“Oh, looka there.”
These were the words of a nurse at about 5:31 on Thursday, October 27. My wife Katherine had just delivered our daughter, Ella Aminah, 11 minutes before. She had just been taken to the warming table, and I had done what every parent has done for millenia, counted fingers and toes (for my family this is actually important; my daughter Naomi was born with 6 fingers on each hand), looked for anything that would show there was something we should be concerned with. No, Ella was perfect from the tips of her really long fingers, her very pointed toes, to the top of her squalling but otherwise healthy head.
“Oh, looka there.”
I was recording these moments in the room as they took her to the warming table, proud of my wife for enduring three days and two nights of induction, poking and prodding constant nurse visits in the middle of the night, the seemingly harmless but painful struggle to find a vein for her IV the first night we were there, the very necessary and helpful but painful epidural process. The doctor was doing what he needed to do for her post delivery. I was recording my daughter’s first breaths and movements outside the womb.
The nurse saw what none of us had seen immediately after delivery, what couldn’t be seen without special equipment and a bit of previous knowledge, and often can’t be known unless there is a terrible moment during pregnancy. She saw what is known as a “true knot” in Ella’s umbilical cord. You can see the knot in the picture just above her left hand. The website associated with the ubiquitous pregnancy book “What to Expect When You’re Expecting” has this to say about umbilical cord knots:
What it is: A cord knot is exactly what the term sounds like — a knot in the baby’s umbilical cord. Some knots form during pregnancy as the baby flips and turns in his or her amniotic sac; other knots form during delivery.
How common is it? Umbilical cord knots occur in about one in every hundred pregnancies, but only one in 2,000 deliveries will have a true tight knot that could present problems for the baby. (More common than knots are nuchal loops, the technical term for when the cord wraps around a baby’s neck. Nuchal loops — also known as nuchal cords — occur in as many as a quarter of all pregnancies but rarely pose risks to the baby).
Who is most at risk? Babies with long cords and those who are large-for-gestational age are at greater risk for developing true knots. Researchers also speculate that nutritional deficiencies that affect the structure and protective barrier of the cord, or other risk factors such as smoking or drug use, carrying multiples, or having hydramnios may make a woman more prone to having a pregnancy with a cord knot.
Katherine doesn’t drink, doesn’t smoke, doesn’t use drugs, never has had a multiple pregnancy. When we asked the doctors and nurses that day what might have caused it, the repsonse was simple: “Swimming.” That is, Ella did a lot of moving around early in pregnancy and caused the loop that eventually became a knot. And she was big: at the 39 week mark when she was delivered, Ella clocked in at 8 pounds, 10 ounces.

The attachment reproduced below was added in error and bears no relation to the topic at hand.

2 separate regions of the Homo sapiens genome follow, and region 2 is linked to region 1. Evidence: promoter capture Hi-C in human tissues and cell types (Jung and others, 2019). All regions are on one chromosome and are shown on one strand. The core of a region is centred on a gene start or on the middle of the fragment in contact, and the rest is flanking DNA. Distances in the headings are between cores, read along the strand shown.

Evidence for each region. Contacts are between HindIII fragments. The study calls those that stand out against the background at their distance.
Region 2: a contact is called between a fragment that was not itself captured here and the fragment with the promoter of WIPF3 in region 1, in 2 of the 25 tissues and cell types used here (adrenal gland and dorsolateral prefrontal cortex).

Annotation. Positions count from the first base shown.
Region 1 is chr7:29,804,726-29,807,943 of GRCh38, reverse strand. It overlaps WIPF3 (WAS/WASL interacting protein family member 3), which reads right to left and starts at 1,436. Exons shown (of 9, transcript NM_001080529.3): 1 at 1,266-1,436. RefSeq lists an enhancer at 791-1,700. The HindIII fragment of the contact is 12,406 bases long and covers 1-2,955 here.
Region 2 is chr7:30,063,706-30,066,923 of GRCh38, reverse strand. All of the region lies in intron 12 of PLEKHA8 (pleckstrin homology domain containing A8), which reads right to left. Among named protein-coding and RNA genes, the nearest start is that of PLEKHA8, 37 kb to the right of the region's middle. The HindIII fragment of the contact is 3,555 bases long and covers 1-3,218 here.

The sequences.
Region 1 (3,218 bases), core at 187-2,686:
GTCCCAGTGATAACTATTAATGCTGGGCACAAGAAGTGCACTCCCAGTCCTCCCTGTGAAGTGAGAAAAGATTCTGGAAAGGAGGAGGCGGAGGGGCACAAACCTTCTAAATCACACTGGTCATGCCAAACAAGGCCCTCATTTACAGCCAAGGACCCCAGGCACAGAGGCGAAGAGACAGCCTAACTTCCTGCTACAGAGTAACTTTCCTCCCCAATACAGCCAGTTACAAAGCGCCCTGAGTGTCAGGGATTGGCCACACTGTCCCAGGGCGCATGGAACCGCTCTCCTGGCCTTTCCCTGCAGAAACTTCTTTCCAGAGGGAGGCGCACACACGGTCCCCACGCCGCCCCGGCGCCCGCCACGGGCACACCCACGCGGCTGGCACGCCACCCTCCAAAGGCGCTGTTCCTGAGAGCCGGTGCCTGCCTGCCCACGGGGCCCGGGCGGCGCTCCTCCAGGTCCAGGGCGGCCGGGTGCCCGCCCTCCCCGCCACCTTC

Cutting to the chase, here’s what you can do:
What you can do: There is nothing you can do to prevent a knotted umbilical cord.
I’ll spare the descriptions of what can happen in the case of a tight true knot.
Katherine and I have talked about this only briefly, because the alternative was far too terrible. She had only seen it from the distance of the birthing bed to the warming table that day until I showed her the picture above, when she was finally ready to see it. She said “Wow. I do believe that should be one for the baby book – from day 1 a persistent, strong little soul.”
This always reminds me of how close to the razor’s edge every single birth of a child really is. It was not that long ago (1950) that 30 of every 1,000 births in this country ended in the worst way possible (currenly, just over 7 end this way in the US. That still only ranks us 34th in the world, well behind Japan, Spain, France, the U.K., and many others). Right now in Afghanistan, the birth mortality rate is an appalling 143 per 1,000. Maternal mortality in the US is 11 per 100,000 live births. Much smaller, but still sobering.
Our sleep deprived nights for the next few months are well underway. Ella is into the “reflex smile” stage, when she smiles without context, and many times when she is still asleep. Her brothers and sisters have all held her, felt her squirm when she gets hunger or is in the process of excercising that brand new digestive system. Wallace, our Rhodesian Ridgeback, is getting over the nervousness of having a new baby in the house, but still comes quickly to see what’s going on when she cries. And as I hold her, this my third daughter, I still am amazed at her persistent, strong little soul. Even when that soul decides it’s time to poop again when I JUST CHANGED THAT diaper.
I would be remiss if I didn’t mention the voice artists, Twitter followers, and great people and friends who sent Ella a wonderful stuffed animal and Amazon gift cards. They are:
Erica Risberg, Mike Wong, Derek Chappell, Liz De Nesnera, Fran McLellan, Lisa Rice, Natalie Cooper, Emma Gable, Dave Courvoisier, Hélène Janover , Karen Souer, Bob Souer, Tim Keenan, Anne Ganguzza, Xe Sands, Gini Martinez, Pamela Vanderway, Bob Ball, and Lauren McCullough. Thank you everyone for your unbelieveable kindness and thoughfulness.
She is our gift, our persistent soul, and we’re glad to have her.